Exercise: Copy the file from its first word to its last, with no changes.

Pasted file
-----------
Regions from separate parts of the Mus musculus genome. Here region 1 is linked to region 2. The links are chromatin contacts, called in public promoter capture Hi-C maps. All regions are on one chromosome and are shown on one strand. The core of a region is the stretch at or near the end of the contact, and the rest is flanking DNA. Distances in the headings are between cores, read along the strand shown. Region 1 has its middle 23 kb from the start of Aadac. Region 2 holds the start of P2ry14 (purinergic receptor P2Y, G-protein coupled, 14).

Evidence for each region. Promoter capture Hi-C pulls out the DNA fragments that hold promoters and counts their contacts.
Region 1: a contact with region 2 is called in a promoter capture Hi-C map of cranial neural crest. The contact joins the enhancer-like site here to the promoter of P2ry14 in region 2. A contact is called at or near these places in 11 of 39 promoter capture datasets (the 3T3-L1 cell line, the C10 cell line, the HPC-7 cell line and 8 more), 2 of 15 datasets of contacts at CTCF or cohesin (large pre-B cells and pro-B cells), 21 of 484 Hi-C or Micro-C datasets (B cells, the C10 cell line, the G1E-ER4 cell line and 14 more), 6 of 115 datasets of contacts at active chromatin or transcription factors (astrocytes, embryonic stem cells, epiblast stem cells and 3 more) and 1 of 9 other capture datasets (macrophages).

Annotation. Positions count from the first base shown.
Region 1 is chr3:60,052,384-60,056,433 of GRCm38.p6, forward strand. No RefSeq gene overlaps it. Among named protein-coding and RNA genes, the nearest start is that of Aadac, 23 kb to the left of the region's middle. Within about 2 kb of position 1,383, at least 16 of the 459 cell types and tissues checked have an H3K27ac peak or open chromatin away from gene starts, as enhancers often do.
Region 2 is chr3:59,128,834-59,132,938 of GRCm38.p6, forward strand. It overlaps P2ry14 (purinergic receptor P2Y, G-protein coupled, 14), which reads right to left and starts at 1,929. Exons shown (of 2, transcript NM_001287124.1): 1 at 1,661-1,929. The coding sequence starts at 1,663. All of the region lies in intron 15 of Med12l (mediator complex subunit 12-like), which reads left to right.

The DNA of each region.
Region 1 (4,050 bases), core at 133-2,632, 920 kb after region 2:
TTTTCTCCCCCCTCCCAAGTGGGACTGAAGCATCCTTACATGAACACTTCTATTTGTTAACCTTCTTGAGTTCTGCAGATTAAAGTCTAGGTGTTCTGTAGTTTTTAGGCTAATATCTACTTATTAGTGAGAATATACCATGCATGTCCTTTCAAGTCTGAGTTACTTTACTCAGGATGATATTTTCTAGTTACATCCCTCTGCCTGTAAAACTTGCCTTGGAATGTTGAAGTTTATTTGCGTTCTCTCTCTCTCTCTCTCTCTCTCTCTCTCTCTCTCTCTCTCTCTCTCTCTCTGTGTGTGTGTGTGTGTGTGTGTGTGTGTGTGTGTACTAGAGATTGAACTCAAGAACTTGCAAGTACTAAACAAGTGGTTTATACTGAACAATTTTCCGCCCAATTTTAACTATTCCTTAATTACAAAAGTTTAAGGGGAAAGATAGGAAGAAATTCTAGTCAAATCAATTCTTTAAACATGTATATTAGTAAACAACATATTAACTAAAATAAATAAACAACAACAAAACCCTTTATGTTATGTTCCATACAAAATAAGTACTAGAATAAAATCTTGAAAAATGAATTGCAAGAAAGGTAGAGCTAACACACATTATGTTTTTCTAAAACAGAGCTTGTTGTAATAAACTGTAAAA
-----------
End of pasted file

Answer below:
Regions from separate parts of the Mus musculus genome. Here region 1 is linked to region 2. The links are chromatin contacts, called in public promoter capture Hi-C maps. All regions are on one chromosome and are shown on one strand. The core of a region is the stretch at or near the end of the contact, and the rest is flanking DNA. Distances in the headings are between cores, read along the strand shown. Region 1 has its middle 23 kb from the start of Aadac. Region 2 holds the start of P2ry14 (purinergic receptor P2Y, G-protein coupled, 14).

Evidence for each region. Promoter capture Hi-C pulls out the DNA fragments that hold promoters and counts their contacts.
Region 1: a contact with region 2 is called in a promoter capture Hi-C map of cranial neural crest. The contact joins the enhancer-like site here to the promoter of P2ry14 in region 2. A contact is called at or near these places in 11 of 39 promoter capture datasets (the 3T3-L1 cell line, the C10 cell line, the HPC-7 cell line and 8 more), 2 of 15 datasets of contacts at CTCF or cohesin (large pre-B cells and pro-B cells), 21 of 484 Hi-C or Micro-C datasets (B cells, the C10 cell line, the G1E-ER4 cell line and 14 more), 6 of 115 datasets of contacts at active chromatin or transcription factors (astrocytes, embryonic stem cells, epiblast stem cells and 3 more) and 1 of 9 other capture datasets (macrophages).

Annotation. Positions count from the first base shown.
Region 1 is chr3:60,052,384-60,056,433 of GRCm38.p6, forward strand. No RefSeq gene overlaps it. Among named protein-coding and RNA genes, the nearest start is that of Aadac, 23 kb to the left of the region's middle. Within about 2 kb of position 1,383, at least 16 of the 459 cell types and tissues checked have an H3K27ac peak or open chromatin away from gene starts, as enhancers often do.
Region 2 is chr3:59,128,834-59,132,938 of GRCm38.p6, forward strand. It overlaps P2ry14 (purinergic receptor P2Y, G-protein coupled, 14), which reads right to left and starts at 1,929. Exons shown (of 2, transcript NM_001287124.1): 1 at 1,661-1,929. The coding sequence starts at 1,663. All of the region lies in intron 15 of Med12l (mediator complex subunit 12-like), which reads left to right.

The DNA of each region.
Region 1 (4,050 bases), core at 133-2,632, 920 kb after region 2:
TTTTCTCCCCCCTCCCAAGTGGGACTGAAGCATCCTTACATGAACACTTCTATTTGTTAACCTTCTTGAGTTCTGCAGATTAAAGTCTAGGTGTTCTGTAGTTTTTAGGCTAATATCTACTTATTAGTGAGAATATACCATGCATGTCCTTTCAAGTCTGAGTTACTTTACTCAGGATGATATTTTCTAGTTACATCCCTCTGCCTGTAAAACTTGCCTTGGAATGTTGAAGTTTATTTGCGTTCTCTCTCTCTCTCTCTCTCTCTCTCTCTCTCTCTCTCTCTCTCTCTCTCTCTGTGTGTGTGTGTGTGTGTGTGTGTGTGTGTGTGTACTAGAGATTGAACTCAAGAACTTGCAAGTACTAAACAAGTGGTTTATACTGAACAATTTTCCGCCCAATTTTAACTATTCCTTAATTACAAAAGTTTAAGGGGAAAGATAGGAAGAAATTCTAGTCAAATCAATTCTTTAAACATGTATATTAGTAAACAACATATTAACTAAAATAAATAAACAACAACAAAACCCTTTATGTTATGTTCCATACAAAATAAGTACTAGAATAAAATCTTGAAAAATGAATTGCAAGAAAGGTAGAGCTAACACACATTATGTTTTTCTAAAACAGAGCTTGTTGTAATAAACTGTAAAA